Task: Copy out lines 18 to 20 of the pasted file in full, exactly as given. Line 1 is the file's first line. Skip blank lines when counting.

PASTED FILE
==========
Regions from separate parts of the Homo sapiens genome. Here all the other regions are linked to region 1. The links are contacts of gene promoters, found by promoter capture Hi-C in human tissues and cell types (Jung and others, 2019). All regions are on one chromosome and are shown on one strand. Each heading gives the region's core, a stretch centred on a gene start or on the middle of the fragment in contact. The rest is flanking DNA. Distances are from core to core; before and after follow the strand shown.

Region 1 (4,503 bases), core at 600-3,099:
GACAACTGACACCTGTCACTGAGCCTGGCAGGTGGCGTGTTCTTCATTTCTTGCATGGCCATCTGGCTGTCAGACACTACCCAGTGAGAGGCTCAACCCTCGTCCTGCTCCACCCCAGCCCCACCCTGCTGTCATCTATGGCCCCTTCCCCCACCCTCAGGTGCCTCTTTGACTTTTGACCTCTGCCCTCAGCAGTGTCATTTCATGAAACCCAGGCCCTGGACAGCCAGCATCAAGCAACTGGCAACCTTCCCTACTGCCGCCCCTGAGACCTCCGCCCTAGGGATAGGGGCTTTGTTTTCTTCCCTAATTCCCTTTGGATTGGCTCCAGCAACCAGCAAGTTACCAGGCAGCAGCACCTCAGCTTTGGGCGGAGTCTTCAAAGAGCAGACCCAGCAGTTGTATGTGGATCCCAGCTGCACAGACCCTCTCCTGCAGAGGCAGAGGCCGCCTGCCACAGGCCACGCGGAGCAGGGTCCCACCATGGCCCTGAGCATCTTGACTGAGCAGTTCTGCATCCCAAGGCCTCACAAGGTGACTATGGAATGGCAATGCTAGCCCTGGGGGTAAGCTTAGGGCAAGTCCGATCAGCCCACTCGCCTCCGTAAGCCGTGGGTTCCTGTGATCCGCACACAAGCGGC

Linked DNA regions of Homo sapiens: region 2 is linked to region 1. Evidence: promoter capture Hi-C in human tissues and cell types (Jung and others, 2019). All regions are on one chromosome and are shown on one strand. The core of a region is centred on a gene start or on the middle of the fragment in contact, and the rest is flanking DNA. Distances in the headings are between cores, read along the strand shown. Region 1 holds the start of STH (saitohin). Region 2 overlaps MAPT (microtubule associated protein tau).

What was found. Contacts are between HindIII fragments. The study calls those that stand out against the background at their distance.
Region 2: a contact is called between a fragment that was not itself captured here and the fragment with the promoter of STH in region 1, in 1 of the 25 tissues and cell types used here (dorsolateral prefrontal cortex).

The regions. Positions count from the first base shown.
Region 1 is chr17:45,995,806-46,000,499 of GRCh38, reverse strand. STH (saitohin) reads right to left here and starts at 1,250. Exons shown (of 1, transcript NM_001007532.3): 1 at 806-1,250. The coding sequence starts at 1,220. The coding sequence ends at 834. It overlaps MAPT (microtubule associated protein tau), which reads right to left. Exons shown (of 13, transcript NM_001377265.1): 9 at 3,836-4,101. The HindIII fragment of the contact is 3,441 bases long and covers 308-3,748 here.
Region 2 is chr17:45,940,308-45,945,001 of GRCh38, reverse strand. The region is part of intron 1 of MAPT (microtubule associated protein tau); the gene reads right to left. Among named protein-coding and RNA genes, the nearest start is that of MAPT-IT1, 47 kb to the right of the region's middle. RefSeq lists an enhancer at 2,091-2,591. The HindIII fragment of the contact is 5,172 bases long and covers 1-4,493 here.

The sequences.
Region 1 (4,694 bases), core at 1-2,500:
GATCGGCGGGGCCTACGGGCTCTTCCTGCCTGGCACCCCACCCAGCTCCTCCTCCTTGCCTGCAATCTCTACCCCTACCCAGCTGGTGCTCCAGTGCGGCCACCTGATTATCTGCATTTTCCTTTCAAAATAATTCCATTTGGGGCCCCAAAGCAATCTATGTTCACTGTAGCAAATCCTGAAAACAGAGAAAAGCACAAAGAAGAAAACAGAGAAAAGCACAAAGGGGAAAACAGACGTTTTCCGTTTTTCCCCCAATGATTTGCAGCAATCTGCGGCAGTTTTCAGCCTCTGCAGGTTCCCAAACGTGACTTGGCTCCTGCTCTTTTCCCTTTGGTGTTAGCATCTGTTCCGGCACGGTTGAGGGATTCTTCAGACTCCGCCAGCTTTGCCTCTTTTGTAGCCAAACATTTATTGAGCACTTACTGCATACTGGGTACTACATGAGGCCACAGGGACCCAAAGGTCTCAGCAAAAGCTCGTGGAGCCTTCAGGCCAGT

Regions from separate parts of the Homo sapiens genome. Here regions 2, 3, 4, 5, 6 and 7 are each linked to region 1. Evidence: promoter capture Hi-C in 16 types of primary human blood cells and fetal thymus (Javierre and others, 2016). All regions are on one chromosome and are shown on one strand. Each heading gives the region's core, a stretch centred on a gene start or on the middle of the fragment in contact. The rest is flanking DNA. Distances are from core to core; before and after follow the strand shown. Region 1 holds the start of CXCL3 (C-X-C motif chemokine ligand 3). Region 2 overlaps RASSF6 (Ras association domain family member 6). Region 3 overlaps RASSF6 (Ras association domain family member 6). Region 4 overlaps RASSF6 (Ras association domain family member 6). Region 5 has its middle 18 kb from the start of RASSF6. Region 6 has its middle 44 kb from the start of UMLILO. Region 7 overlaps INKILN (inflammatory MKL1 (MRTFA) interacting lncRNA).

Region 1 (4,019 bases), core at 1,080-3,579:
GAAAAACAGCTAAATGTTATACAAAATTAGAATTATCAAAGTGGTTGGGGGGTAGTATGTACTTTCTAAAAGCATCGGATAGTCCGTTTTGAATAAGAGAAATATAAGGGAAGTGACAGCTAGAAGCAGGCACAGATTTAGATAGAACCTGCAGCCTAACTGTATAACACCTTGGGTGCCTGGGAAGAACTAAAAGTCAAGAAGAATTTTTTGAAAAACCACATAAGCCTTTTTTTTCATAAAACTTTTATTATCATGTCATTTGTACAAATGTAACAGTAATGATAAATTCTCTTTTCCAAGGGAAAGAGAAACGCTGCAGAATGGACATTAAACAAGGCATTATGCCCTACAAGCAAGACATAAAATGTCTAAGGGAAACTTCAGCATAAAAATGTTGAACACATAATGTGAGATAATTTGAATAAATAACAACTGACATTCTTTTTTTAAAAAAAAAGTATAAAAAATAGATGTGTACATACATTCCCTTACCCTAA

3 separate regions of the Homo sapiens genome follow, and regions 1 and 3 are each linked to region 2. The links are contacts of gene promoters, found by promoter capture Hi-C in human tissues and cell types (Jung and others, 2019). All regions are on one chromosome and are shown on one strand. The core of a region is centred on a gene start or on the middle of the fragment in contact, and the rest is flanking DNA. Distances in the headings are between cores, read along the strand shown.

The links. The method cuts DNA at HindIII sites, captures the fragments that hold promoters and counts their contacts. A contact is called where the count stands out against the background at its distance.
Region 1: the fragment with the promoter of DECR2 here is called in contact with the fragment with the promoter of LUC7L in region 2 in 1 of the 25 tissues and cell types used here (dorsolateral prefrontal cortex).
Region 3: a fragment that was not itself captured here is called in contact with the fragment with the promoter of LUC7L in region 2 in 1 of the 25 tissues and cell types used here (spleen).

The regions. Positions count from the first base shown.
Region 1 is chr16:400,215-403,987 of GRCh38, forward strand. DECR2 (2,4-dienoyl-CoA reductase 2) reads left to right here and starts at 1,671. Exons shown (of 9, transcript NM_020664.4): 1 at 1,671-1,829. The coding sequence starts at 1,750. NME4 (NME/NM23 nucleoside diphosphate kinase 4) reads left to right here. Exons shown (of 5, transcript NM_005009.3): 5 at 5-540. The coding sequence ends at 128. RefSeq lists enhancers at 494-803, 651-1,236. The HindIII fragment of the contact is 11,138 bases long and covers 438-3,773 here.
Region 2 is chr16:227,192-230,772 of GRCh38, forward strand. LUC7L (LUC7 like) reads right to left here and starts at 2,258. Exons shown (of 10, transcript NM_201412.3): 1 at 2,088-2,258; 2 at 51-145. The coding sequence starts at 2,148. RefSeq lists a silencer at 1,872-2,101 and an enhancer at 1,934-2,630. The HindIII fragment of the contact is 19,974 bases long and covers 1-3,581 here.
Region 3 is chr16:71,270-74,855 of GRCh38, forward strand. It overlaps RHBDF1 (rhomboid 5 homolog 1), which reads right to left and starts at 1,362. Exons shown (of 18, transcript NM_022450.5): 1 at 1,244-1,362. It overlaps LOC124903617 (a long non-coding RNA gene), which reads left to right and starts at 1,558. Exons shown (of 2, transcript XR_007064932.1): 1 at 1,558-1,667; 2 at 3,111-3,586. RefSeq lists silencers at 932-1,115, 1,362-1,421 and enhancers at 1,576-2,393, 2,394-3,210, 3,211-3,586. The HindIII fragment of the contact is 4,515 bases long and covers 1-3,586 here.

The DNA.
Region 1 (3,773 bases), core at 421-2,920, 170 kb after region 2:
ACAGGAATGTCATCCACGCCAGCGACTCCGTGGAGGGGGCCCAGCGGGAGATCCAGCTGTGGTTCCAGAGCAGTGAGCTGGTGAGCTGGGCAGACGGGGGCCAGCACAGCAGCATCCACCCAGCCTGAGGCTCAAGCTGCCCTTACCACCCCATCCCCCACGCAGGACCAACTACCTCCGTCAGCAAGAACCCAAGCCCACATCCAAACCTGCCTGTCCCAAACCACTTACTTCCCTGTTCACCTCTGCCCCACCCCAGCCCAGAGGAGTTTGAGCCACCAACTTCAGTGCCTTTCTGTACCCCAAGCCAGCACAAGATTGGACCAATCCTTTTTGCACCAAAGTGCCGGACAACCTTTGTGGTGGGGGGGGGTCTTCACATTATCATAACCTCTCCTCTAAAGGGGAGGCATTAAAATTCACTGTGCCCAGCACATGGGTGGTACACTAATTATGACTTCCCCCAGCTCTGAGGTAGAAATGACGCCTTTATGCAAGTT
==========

Region 1: the fragment with the promoter of DECR2 here is called in contact with the fragment with the promoter of LUC7L in region 2 in 1 of the 25 tissues and cell types used here (dorsolateral prefrontal cortex).
Region 3: a fragment that was not itself captured here is called in contact with the fragment with the promoter of LUC7L in region 2 in 1 of the 25 tissues and cell types used here (spleen).

The regions. Positions count from the first base shown.